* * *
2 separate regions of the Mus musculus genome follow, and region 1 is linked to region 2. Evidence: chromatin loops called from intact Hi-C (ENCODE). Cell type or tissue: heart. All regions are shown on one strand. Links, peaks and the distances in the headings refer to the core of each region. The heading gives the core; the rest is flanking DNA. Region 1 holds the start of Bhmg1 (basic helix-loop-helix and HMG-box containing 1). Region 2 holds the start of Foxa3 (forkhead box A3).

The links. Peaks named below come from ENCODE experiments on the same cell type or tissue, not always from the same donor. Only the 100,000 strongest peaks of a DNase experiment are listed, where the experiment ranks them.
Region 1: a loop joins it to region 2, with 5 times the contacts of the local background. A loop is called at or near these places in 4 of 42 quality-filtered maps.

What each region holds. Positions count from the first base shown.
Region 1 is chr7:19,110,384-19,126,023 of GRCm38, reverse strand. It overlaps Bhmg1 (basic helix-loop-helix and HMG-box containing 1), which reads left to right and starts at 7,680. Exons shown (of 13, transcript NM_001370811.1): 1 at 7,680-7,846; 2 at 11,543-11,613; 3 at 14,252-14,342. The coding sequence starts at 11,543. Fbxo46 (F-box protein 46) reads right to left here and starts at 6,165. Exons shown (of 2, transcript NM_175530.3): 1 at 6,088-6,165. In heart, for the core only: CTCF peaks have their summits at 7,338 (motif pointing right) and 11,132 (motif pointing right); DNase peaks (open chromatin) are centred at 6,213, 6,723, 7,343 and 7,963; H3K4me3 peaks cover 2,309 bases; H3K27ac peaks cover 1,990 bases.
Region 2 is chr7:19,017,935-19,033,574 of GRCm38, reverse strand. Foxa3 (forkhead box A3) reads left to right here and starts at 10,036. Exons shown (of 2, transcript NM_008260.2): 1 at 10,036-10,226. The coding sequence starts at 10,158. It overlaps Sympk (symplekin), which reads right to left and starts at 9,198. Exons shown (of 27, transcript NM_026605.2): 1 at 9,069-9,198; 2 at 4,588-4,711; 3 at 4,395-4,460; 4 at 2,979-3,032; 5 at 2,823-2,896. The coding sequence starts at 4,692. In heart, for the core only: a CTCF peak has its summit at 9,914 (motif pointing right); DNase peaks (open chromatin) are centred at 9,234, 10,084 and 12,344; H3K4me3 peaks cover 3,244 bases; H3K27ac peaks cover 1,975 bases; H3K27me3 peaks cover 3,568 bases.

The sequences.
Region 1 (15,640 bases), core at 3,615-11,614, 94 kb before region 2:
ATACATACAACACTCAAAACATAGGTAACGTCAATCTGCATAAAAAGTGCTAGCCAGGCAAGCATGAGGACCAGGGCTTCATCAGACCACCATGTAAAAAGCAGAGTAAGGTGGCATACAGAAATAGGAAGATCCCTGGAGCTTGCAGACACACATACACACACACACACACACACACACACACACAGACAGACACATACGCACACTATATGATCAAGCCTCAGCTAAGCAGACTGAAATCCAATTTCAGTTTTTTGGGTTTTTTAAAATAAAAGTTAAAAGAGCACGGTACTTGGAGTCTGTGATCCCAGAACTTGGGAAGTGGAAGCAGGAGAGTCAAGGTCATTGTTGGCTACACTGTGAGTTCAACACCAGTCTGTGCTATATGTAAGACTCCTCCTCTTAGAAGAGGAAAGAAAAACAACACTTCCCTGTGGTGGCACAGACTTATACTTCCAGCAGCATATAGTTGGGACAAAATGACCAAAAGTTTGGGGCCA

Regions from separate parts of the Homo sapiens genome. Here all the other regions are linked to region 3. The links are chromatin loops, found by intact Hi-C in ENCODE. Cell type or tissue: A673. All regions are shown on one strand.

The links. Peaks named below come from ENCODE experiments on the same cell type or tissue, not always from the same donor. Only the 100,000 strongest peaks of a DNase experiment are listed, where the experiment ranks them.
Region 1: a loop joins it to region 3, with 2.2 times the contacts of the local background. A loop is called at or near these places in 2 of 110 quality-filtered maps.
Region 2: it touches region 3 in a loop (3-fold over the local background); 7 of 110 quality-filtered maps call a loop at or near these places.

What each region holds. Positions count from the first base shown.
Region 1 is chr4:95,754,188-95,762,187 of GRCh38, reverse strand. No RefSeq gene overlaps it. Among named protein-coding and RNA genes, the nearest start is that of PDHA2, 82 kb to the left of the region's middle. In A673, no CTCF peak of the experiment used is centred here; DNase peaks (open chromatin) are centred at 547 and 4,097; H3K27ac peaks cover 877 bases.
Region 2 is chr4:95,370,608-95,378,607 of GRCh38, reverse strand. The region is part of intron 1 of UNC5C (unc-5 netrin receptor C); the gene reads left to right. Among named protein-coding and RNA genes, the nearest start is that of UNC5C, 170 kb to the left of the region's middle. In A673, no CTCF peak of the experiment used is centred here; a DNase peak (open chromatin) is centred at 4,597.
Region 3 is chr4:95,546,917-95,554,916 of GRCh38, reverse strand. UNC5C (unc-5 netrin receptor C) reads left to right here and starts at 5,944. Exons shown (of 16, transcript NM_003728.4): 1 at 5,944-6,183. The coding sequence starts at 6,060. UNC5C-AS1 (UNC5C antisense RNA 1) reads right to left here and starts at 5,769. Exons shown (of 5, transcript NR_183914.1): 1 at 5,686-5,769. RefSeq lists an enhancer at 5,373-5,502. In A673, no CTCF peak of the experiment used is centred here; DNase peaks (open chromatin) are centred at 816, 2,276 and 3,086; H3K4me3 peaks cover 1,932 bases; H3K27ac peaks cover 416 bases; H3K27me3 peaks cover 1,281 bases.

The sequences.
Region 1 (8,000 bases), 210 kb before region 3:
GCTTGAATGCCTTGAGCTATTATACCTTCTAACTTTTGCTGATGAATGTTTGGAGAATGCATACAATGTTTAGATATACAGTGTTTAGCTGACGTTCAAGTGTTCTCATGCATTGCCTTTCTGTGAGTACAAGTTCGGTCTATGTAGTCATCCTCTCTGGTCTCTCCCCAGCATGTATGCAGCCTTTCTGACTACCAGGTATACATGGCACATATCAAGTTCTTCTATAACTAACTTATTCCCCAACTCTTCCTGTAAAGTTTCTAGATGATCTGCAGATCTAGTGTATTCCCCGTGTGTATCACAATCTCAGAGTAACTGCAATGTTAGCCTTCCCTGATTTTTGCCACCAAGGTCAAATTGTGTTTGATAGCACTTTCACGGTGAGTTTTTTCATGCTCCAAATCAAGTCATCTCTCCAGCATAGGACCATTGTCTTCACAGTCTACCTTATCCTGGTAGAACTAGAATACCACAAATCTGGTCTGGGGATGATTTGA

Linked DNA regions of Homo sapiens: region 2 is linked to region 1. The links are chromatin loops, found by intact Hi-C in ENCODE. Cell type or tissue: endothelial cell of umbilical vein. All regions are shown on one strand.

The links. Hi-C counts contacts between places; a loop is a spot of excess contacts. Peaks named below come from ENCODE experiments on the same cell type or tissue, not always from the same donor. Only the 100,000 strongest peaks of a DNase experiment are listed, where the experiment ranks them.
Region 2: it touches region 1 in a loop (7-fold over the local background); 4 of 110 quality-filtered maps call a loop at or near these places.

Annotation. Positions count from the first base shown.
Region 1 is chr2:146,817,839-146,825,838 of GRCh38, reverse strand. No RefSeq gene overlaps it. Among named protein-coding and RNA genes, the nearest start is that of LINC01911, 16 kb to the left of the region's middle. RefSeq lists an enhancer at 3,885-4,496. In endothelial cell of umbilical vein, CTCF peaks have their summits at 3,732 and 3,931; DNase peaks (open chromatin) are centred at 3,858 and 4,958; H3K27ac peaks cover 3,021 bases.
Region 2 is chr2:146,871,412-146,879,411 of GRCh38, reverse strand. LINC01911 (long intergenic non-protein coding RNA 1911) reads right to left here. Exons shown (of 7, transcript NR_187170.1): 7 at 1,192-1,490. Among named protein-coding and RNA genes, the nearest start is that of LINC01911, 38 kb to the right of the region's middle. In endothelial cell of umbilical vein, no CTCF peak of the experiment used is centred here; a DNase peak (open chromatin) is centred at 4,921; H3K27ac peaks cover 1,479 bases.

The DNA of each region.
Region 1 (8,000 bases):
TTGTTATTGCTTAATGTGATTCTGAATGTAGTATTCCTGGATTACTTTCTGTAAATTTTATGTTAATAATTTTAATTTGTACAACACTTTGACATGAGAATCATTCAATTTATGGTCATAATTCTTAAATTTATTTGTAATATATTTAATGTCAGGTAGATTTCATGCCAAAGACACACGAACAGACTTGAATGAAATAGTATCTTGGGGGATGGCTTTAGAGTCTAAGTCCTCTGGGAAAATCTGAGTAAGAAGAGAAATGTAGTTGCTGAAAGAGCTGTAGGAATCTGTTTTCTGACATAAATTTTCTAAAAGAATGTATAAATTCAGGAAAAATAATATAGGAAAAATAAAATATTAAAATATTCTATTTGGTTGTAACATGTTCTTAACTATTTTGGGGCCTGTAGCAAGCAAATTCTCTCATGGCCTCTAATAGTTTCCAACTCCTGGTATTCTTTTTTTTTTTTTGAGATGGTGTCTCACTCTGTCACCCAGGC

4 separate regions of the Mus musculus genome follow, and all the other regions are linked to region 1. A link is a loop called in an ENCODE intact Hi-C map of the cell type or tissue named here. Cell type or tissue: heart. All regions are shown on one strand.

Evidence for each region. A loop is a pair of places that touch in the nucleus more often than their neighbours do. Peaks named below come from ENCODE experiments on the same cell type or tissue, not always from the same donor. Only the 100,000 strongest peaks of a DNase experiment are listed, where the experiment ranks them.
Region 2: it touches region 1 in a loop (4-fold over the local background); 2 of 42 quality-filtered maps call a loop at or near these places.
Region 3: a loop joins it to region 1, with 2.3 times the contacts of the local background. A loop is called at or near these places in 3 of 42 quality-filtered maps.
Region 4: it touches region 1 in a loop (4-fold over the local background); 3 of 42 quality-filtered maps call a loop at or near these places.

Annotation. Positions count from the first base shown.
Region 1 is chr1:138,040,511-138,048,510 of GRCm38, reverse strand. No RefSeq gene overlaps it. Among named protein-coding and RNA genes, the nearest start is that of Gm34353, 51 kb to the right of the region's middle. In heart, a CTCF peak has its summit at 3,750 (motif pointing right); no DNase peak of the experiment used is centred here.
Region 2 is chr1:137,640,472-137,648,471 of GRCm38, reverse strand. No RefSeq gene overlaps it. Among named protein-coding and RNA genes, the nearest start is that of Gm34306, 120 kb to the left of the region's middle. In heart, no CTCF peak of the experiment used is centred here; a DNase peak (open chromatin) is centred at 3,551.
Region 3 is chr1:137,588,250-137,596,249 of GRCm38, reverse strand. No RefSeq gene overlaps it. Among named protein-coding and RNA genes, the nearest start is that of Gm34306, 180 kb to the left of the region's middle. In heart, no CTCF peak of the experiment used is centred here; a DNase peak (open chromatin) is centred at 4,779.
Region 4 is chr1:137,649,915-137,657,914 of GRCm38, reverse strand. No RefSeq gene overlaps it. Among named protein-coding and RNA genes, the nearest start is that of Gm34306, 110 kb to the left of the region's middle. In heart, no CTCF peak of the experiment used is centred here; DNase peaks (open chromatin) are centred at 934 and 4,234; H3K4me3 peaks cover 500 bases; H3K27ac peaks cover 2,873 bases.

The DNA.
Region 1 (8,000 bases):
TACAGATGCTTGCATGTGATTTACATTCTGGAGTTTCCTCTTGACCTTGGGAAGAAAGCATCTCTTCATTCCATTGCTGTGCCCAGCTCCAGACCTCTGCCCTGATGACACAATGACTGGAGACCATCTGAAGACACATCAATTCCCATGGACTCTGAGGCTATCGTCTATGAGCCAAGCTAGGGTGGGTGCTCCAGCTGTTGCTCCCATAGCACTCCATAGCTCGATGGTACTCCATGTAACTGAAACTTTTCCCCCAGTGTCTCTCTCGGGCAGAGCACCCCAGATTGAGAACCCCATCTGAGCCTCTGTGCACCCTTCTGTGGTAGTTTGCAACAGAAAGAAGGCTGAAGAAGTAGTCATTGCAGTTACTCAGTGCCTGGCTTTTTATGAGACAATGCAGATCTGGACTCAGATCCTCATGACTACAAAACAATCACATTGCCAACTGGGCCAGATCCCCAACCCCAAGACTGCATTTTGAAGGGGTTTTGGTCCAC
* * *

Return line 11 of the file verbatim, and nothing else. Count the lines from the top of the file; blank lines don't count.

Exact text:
The links. Peaks named below come from ENCODE experiments on the same cell type or tissue, not always from the same donor. Only the 100,000 strongest peaks of a DNase experiment are listed, where the experiment ranks them.